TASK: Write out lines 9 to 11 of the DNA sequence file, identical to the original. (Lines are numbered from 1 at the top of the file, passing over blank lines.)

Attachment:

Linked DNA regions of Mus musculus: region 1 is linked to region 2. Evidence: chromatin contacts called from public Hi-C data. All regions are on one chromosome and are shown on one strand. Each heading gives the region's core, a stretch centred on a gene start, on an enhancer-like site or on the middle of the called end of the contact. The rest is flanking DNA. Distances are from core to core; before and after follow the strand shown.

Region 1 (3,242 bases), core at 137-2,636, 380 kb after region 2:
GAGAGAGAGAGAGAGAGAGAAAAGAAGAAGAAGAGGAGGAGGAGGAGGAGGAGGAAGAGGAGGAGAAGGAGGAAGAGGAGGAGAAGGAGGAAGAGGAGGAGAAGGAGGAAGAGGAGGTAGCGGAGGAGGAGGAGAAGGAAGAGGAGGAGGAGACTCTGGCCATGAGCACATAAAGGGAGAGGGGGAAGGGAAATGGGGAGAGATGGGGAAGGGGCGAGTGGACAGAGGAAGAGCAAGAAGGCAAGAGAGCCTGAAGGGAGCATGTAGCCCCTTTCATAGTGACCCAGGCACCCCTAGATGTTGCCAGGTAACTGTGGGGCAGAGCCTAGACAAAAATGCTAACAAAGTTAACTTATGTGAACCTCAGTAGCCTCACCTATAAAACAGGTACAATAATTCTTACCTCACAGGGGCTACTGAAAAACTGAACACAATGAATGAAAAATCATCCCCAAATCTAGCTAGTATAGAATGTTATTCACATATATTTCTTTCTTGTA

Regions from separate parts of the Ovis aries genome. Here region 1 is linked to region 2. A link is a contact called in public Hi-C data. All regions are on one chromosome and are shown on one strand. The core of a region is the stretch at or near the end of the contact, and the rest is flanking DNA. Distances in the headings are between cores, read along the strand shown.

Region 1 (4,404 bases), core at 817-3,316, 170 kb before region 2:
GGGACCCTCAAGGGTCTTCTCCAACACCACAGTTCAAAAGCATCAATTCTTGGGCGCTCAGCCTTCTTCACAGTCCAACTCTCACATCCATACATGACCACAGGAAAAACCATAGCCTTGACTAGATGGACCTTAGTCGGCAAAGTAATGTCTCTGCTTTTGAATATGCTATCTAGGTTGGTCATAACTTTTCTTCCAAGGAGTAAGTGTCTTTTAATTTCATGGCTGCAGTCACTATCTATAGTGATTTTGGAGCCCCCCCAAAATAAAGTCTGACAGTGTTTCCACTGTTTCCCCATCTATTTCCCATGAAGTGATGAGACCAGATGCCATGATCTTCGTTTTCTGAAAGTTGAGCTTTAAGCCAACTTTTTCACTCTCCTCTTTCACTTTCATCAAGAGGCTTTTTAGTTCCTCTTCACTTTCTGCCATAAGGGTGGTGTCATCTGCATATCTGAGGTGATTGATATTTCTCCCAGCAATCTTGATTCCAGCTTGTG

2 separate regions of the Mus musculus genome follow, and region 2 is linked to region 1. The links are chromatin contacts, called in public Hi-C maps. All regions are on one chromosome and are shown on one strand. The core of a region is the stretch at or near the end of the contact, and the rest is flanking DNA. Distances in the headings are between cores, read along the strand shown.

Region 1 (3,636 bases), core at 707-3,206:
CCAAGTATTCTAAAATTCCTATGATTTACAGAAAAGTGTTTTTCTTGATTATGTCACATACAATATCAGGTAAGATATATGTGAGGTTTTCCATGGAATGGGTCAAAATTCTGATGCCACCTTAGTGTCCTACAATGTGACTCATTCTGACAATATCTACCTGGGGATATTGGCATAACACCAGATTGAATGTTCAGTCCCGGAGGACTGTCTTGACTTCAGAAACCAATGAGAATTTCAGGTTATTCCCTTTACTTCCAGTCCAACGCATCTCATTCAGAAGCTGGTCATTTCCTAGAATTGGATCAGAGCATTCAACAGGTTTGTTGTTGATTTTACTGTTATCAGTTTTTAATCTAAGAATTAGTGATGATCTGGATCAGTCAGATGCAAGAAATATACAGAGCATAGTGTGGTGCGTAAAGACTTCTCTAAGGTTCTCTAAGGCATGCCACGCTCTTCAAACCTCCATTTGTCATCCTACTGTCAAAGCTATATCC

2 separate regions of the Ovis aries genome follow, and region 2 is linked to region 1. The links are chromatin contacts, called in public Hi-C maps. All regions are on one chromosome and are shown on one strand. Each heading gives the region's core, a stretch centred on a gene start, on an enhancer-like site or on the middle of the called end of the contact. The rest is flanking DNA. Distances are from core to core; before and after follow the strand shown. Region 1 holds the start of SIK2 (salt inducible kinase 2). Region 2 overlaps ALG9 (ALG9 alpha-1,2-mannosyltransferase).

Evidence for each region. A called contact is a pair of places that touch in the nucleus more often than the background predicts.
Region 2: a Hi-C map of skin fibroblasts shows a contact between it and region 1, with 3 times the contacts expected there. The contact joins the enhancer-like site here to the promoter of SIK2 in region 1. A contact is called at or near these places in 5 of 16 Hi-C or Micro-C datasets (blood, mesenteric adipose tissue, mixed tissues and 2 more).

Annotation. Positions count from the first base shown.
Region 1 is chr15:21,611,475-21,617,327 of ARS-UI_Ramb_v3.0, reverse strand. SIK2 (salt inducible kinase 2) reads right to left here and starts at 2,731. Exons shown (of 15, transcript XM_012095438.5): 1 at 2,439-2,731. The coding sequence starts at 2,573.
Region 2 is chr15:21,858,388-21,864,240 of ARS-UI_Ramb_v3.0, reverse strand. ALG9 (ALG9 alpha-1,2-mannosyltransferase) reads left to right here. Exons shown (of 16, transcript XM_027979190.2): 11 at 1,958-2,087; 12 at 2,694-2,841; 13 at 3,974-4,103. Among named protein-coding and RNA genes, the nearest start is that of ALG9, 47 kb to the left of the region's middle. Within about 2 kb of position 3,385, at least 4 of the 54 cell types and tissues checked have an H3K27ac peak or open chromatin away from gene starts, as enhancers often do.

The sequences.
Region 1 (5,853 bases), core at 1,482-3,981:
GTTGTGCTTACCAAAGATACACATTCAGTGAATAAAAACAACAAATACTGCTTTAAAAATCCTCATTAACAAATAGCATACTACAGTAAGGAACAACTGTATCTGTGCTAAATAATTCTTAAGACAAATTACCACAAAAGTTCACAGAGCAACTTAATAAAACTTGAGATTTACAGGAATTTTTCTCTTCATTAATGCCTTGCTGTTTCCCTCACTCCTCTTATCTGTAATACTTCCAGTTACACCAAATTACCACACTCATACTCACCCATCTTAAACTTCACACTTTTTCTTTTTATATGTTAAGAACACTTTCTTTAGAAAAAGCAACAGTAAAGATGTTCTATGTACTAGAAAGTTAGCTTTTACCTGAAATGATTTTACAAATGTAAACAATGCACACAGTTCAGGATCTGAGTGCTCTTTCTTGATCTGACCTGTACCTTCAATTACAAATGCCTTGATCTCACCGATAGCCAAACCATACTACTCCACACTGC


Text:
CCAAGTATTCTAAAATTCCTATGATTTACAGAAAAGTGTTTTTCTTGATTATGTCACATACAATATCAGGTAAGATATATGTGAGGTTTTCCATGGAATGGGTCAAAATTCTGATGCCACCTTAGTGTCCTACAATGTGACTCATTCTGACAATATCTACCTGGGGATATTGGCATAACACCAGATTGAATGTTCAGTCCCGGAGGACTGTCTTGACTTCAGAAACCAATGAGAATTTCAGGTTATTCCCTTTACTTCCAGTCCAACGCATCTCATTCAGAAGCTGGTCATTTCCTAGAATTGGATCAGAGCATTCAACAGGTTTGTTGTTGATTTTACTGTTATCAGTTTTTAATCTAAGAATTAGTGATGATCTGGATCAGTCAGATGCAAGAAATATACAGAGCATAGTGTGGTGCGTAAAGACTTCTCTAAGGTTCTCTAAGGCATGCCACGCTCTTCAAACCTCCATTTGTCATCCTACTGTCAAAGCTATATCC

2 separate regions of the Ovis aries genome follow, and region 2 is linked to region 1. The links are chromatin contacts, called in public Hi-C maps. All regions are on one chromosome and are shown on one strand. Each heading gives the region's core, a stretch centred on a gene start, on an enhancer-like site or on the middle of the called end of the contact. The rest is flanking DNA. Distances are from core to core; before and after follow the strand shown. Region 1 holds the start of SIK2 (salt inducible kinase 2). Region 2 overlaps ALG9 (ALG9 alpha-1,2-mannosyltransferase).

Evidence for each region. A called contact is a pair of places that touch in the nucleus more often than the background predicts.